There is a common understanding among all stakeholders that greater efforts should be made to reduce drug-related harm in the NTE. As this report has demonstrated, the perceived barriers to the implementation of the proposed initiatives can be overcome by appreciating their wider impact on venues, police, emergency and public health services, and by ensuring that initiatives are introduced that adhere to best practice, and through partnership approaches that align with town and city NTE strategies.
Specifically, this report has demonstrated that these initiatives:
- Strengthen venues’ ability to uphold the objectives of the Licensing Act 2003, supporting both the prevention of crime and the promotion of public safety;
- Provide a distinctive and effective means of reducing drug and alcohol-related harm;
- Promote vibrant and orderly night time environments;
- Reduce the workload of security staff, police and health services that work in the NTE;
- Promote partnership working between industry and other stakeholders;
- Add value to local public health strategies by addressing wider public health harms beyond club drug use to ‘make every contact count’, and by providing a valuable point of contact for a demographic that rarely engages with public services.
- Introduction of four key initiatives for the night time economies of our towns and cities:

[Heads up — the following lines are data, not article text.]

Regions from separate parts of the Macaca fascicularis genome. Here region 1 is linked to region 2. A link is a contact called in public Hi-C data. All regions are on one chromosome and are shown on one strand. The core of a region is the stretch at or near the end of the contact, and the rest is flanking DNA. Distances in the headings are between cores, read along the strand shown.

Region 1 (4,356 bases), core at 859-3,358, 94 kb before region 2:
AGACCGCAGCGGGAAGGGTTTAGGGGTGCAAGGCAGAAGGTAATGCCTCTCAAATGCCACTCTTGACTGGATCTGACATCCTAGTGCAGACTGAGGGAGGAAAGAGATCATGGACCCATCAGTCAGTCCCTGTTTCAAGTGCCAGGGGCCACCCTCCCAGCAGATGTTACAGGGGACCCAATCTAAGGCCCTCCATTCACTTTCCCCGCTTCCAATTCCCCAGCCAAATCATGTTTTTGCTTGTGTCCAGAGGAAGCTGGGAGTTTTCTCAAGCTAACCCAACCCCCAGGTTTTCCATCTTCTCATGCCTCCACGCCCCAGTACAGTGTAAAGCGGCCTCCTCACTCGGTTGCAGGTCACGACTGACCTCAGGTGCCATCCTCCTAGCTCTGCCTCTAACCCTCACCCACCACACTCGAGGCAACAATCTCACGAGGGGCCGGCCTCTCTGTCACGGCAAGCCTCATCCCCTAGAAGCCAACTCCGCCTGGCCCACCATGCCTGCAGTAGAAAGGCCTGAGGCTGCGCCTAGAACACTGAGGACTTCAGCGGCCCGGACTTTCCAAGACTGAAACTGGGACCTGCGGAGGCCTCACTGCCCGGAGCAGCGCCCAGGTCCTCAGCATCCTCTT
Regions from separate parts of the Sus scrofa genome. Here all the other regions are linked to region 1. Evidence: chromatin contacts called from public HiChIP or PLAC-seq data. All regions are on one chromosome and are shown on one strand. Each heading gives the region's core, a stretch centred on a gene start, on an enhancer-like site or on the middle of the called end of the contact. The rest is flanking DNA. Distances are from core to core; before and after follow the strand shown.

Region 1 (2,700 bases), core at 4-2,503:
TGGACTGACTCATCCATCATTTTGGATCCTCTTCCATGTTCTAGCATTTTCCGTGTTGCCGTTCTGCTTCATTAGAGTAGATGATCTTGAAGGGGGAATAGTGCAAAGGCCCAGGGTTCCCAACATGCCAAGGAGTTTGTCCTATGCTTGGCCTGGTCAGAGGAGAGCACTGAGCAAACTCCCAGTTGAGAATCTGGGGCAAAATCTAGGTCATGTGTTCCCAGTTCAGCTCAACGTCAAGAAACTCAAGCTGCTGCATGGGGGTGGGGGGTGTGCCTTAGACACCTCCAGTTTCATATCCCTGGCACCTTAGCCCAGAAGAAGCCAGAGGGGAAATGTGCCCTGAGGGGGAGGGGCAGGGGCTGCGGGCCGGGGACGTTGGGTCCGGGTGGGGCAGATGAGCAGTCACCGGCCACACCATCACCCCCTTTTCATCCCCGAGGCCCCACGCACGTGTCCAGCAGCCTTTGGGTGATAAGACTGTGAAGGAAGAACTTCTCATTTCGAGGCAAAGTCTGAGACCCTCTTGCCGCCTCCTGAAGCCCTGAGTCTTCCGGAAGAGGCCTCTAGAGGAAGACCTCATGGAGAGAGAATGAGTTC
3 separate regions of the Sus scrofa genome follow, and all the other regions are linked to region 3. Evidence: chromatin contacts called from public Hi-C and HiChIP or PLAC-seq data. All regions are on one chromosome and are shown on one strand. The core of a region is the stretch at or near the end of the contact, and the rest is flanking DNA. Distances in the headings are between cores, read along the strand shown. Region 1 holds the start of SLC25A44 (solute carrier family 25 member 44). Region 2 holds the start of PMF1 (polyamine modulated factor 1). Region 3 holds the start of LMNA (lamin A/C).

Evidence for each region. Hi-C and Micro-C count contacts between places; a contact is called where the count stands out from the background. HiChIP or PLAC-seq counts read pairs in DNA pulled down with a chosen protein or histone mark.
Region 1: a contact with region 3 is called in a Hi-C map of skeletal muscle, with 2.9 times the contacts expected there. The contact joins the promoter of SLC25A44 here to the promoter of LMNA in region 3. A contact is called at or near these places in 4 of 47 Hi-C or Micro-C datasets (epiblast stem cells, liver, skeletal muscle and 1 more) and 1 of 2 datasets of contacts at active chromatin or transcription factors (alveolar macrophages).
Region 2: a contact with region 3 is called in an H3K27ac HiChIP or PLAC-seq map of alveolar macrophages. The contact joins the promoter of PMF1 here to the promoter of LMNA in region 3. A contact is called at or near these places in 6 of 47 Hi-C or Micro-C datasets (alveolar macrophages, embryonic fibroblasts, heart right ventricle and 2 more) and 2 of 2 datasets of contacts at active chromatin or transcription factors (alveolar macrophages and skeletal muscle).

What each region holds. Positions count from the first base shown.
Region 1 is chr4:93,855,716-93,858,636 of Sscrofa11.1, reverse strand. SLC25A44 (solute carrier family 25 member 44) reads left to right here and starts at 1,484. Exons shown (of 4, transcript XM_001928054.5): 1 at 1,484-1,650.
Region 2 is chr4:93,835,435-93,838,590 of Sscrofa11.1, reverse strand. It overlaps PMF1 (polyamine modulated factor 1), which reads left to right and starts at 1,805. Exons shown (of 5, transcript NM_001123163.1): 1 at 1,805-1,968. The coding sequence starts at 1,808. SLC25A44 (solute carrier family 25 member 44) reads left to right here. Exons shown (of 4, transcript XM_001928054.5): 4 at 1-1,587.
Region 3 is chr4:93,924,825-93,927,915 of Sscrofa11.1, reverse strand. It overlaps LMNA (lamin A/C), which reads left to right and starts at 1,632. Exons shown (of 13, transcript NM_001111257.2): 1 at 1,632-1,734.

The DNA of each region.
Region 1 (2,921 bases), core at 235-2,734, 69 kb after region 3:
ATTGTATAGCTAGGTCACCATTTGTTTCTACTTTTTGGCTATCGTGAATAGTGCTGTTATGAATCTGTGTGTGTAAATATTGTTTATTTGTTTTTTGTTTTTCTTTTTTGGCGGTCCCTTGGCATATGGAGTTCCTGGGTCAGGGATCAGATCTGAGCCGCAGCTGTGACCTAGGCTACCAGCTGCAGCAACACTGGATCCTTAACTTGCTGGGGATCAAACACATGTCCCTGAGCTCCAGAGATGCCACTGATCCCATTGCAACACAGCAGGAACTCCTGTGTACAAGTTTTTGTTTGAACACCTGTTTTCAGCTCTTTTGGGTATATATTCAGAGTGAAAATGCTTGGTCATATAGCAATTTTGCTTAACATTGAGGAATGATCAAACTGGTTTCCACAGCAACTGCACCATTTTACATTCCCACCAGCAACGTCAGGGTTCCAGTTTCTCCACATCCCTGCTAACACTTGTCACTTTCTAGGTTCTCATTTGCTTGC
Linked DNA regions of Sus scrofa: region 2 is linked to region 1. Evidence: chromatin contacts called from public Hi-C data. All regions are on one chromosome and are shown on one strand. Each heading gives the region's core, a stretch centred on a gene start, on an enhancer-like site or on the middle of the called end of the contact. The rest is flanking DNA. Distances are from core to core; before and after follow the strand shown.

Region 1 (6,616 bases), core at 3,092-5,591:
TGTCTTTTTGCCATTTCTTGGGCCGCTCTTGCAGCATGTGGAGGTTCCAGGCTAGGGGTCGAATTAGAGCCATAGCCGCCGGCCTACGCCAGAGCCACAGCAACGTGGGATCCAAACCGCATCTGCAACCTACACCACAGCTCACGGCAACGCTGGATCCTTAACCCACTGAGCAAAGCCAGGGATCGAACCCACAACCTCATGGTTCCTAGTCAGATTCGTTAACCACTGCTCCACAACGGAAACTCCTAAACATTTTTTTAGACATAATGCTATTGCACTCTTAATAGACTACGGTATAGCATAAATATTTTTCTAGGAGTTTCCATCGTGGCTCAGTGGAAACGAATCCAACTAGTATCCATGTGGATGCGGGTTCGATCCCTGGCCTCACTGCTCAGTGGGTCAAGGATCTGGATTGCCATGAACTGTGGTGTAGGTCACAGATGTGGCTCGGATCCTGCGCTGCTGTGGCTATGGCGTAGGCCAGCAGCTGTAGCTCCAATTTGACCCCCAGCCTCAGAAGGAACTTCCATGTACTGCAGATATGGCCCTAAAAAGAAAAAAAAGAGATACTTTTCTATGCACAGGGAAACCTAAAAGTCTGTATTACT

- Drug safety testing services available to the general public in night life districts;
- An independent information campaign to reduce drug-related harm;
- Training for night life staff in how to respond effectively to drug use in the NTE;
- The adoption of the UK festival drug policy of ‘3Ps: Prevent, Pursue, Protect’ in licensed venues.
- All stakeholders in the NTE ensure that they are informed of the value of the NTE, the harms relating to drug use in the NTE, and how these initiatives reduce drug and alcohol harms.
- Licensing officers and committees to consider the inclusion of these initiatives in licensing conditions of appropriate venues.
- Where initiatives are introduced, that they are done so adhering to best practice, and through partnership approaches with the support of all stakeholders.
- Where initiatives are introduced, consideration is given to how partnerships between public health, the media, and the event production and night time industries can add value to these initiatives.
- Initiatives are introduced to complement and support existing measures to reduce drug and alcohol-related harm in the NTE, not to replace existing measures.
- NTE strategies should be reviewed and updated to include a plan for reducing drug-related harm.
- Funding for initiatives is sourced primarily from multi-agency partnerships that include businesses in the night time industry, but also from the budgets of other stakeholders that benefit from their implementation. Business Improvement Districts, Late Night Levies and local NTE business groups present good options for sourcing industry funding. Drug safety testing services and an independent information campaign would benefit from primarily sourcing multi agency funding, while training to respond to drug use in the NTE and adoption of 3Ps drug policy may be more easily funded primarily from businesses and night time industry sources. A national network of club drug centres would benefit from national public funding.